Merkel, Chirac reject Blair's EU budget plans
9 December 2005, BERLIN - Germany and France have rejected the controversial European budget plans drawn up by British Prime Minister Tony Blair as unacceptable and indicated they intend to work towards a common approach to resolve the conflict over London's proposals.
9 December 2005
BERLIN - Germany and France have rejected the controversial European budget plans drawn up by British Prime Minister Tony Blair as unacceptable and indicated they intend to work towards a common approach to resolve the conflict over London's proposals.
Speaking in Berlin before the start of an informal meeting with French President Jacques Chirac, German Chancellor Angela Merkel described the British budget proposals for the 25-member bloc as "not sufficient".
The meeting between Merkel and Chirac formed part of the build-up to next week's E.U. leaders' summit in Brussels, which is expected to be dominated by the proposed 2007-13 budget package.
Britain currently holds the E.U. six-month rotating presidency.
Blair has been criss-crossing Europe ahead of next week's summit to try to sell his budget proposal, which includes a big cut in development funds for the E.U.'s 10 new largely Central and Eastern European members.
However, Chirac and Merkel differed over the role that Britain's annual rebate would play in the talks over E.U. finances.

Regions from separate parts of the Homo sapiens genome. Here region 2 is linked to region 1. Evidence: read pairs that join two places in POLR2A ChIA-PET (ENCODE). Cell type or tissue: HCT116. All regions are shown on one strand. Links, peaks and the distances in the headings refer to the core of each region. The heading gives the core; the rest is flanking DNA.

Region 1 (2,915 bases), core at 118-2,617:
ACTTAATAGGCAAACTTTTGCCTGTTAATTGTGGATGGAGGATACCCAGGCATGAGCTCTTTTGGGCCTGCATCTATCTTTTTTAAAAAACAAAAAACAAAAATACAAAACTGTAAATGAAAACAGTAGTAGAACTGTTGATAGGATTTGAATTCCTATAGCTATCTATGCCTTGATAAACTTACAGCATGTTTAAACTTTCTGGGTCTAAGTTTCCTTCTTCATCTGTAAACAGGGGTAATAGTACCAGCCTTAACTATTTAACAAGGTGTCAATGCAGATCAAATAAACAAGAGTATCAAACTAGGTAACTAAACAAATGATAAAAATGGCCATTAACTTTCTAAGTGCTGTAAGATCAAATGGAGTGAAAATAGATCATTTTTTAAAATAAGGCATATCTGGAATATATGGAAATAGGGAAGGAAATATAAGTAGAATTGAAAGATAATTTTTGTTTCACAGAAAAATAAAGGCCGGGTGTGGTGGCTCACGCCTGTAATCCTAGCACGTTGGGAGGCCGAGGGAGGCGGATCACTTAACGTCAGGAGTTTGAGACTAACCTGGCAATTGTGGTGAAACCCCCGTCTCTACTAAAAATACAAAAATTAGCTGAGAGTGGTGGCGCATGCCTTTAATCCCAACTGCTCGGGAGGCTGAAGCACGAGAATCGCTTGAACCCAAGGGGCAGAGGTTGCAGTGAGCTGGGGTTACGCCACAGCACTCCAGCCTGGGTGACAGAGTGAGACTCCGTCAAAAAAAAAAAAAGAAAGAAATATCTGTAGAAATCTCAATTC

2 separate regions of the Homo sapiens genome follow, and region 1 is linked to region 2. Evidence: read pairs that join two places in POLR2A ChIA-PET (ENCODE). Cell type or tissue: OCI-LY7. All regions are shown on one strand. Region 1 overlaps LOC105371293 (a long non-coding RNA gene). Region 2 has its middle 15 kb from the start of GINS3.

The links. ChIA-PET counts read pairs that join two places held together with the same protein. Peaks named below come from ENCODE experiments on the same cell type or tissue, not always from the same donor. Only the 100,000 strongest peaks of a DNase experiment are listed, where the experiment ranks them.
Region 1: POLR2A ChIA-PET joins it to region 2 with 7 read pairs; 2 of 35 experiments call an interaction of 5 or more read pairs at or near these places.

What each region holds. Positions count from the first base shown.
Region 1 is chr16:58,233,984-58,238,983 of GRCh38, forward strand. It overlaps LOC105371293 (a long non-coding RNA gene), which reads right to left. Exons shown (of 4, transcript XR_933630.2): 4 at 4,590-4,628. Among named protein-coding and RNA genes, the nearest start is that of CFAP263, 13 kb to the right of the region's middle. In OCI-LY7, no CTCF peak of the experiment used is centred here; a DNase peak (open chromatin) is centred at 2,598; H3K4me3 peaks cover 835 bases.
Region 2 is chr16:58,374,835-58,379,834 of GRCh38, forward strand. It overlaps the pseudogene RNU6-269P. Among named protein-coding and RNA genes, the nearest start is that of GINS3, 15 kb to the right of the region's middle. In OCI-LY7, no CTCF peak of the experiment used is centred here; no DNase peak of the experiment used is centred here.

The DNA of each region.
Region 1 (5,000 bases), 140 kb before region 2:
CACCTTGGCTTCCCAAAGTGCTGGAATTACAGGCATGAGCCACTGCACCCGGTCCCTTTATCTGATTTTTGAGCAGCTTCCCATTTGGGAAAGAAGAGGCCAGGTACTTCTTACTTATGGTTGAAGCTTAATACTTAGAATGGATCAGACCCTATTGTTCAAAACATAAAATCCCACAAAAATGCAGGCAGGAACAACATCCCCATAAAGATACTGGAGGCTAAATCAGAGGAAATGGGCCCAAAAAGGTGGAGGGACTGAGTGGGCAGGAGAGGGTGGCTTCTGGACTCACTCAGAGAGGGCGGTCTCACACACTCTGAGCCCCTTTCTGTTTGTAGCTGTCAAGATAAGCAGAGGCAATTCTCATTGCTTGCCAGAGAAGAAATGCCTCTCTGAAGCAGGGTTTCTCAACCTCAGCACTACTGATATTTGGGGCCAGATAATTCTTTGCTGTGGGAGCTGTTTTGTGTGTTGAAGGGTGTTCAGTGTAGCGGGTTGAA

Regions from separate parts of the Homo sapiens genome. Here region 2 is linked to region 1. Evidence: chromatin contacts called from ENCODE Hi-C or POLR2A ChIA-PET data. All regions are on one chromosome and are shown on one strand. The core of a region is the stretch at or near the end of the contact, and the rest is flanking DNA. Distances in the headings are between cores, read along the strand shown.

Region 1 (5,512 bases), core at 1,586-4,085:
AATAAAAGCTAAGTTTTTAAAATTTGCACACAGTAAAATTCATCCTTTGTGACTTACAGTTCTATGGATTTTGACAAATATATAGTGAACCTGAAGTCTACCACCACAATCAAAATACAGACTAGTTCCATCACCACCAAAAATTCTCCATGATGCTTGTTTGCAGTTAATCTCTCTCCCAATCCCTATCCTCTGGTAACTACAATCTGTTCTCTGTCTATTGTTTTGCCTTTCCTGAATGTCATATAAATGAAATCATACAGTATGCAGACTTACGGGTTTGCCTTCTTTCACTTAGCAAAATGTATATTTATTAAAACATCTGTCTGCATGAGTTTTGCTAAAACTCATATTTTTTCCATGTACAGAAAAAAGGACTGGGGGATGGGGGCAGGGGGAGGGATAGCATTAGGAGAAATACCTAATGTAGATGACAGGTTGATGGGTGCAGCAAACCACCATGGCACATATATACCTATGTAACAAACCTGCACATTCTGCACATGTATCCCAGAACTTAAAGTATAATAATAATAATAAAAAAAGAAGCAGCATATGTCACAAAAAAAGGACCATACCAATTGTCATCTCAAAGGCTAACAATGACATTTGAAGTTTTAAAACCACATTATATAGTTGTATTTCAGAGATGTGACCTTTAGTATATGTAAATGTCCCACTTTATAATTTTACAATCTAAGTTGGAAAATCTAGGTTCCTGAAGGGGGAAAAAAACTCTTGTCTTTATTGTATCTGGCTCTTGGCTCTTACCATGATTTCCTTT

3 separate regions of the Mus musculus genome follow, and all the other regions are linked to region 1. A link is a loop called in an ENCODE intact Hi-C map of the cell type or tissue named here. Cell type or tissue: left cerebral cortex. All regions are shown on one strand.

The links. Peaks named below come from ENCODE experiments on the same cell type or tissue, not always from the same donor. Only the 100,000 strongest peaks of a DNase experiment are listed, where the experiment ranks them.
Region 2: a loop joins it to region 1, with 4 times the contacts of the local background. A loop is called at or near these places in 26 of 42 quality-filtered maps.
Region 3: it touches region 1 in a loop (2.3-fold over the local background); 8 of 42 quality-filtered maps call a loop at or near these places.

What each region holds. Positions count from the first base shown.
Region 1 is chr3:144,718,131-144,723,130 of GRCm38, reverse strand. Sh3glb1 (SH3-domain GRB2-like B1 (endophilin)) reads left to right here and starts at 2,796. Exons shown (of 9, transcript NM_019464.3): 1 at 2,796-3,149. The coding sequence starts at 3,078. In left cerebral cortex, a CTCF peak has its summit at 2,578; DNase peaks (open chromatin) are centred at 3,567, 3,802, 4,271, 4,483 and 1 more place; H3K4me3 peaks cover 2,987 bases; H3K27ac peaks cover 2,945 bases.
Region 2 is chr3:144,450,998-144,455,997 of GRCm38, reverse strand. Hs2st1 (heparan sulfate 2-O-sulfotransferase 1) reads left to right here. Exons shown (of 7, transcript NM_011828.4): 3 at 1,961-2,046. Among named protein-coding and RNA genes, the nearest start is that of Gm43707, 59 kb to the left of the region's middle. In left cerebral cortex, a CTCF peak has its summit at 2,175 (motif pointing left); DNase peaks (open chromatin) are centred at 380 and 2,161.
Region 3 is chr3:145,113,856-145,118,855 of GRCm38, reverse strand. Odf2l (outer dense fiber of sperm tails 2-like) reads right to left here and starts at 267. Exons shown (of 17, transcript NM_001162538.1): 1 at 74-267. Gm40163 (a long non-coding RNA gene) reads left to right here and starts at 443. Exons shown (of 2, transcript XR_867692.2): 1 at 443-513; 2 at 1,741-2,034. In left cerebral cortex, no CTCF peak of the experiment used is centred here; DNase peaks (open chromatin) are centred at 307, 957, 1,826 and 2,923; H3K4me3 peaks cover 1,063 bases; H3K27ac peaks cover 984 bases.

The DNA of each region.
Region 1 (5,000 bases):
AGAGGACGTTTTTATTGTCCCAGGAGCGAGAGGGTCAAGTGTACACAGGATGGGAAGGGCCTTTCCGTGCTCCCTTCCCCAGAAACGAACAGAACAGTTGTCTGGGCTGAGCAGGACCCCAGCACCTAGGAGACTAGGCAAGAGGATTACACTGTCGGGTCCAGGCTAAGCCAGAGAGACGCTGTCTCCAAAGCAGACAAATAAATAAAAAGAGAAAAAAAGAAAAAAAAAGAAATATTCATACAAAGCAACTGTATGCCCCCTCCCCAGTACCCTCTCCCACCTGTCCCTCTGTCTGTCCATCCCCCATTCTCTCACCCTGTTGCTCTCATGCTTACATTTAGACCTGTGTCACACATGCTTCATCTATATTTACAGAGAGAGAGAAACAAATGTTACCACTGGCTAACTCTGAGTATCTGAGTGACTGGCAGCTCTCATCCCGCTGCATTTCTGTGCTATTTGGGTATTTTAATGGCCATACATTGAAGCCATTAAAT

Merkel told reporters that she did not want to load up the negotiations over E.U. finances by making demands on certain countries. She did not want to be specific, she said.
The chancellor went on to say that she accepted the rebate could form part of the solution to the conflict over E.U. finances and that it was important that the summit come to an agreement.
Expressing his dissatisfaction with the budget proposals presented by the British, Chirac called for a lasting new formula for the British rebate.
"The current (budget) proposal is not satisfactory from the French point of view," Chirac said.
The British budget plan, which sets out cuts in spending to 847 billion euros (992 billion dollars) from an 870 billion-euro package that E.U. leaders failed to approve in June has been criticized from Brussels to Warsaw.
Merkel is to meet Dutch Prime Minister Jan Peter Balkenende on Monday for another round of talks on the budget. Like Germany, the Netherlands is a net contributor to the E.U. budget.
Subject: German news